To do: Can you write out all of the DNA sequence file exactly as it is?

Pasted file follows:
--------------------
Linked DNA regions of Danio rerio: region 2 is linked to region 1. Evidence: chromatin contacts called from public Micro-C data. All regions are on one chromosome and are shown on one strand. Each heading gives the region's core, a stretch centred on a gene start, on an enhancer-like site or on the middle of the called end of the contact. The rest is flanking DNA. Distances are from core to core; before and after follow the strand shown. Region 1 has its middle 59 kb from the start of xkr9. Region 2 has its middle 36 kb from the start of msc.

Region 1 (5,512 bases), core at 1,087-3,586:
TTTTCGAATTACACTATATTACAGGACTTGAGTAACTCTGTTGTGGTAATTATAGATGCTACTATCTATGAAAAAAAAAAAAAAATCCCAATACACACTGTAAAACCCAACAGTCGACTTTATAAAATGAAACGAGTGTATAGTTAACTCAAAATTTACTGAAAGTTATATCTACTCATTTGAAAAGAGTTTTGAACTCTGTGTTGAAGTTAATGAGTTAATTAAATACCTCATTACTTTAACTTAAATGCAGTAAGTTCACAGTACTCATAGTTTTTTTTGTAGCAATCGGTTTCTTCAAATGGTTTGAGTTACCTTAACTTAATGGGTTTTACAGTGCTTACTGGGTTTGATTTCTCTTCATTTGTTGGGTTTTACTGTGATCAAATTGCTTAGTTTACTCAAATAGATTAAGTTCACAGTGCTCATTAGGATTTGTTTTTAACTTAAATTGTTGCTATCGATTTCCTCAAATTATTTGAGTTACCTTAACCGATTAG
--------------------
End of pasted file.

Linked DNA regions of Danio rerio: region 2 is linked to region 1. Evidence: chromatin contacts called from public Micro-C data. All regions are on one chromosome and are shown on one strand. Each heading gives the region's core, a stretch centred on a gene start, on an enhancer-like site or on the middle of the called end of the contact. The rest is flanking DNA. Distances are from core to core; before and after follow the strand shown. Region 1 has its middle 59 kb from the start of xkr9. Region 2 has its middle 36 kb from the start of msc.

Region 1 (5,512 bases), core at 1,087-3,586:
TTTTCGAATTACACTATATTACAGGACTTGAGTAACTCTGTTGTGGTAATTATAGATGCTACTATCTATGAAAAAAAAAAAAAAATCCCAATACACACTGTAAAACCCAACAGTCGACTTTATAAAATGAAACGAGTGTATAGTTAACTCAAAATTTACTGAAAGTTATATCTACTCATTTGAAAAGAGTTTTGAACTCTGTGTTGAAGTTAATGAGTTAATTAAATACCTCATTACTTTAACTTAAATGCAGTAAGTTCACAGTACTCATAGTTTTTTTTGTAGCAATCGGTTTCTTCAAATGGTTTGAGTTACCTTAACTTAATGGGTTTTACAGTGCTTACTGGGTTTGATTTCTCTTCATTTGTTGGGTTTTACTGTGATCAAATTGCTTAGTTTACTCAAATAGATTAAGTTCACAGTGCTCATTAGGATTTGTTTTTAACTTAAATTGTTGCTATCGATTTCCTCAAATTATTTGAGTTACCTTAACCGATTAG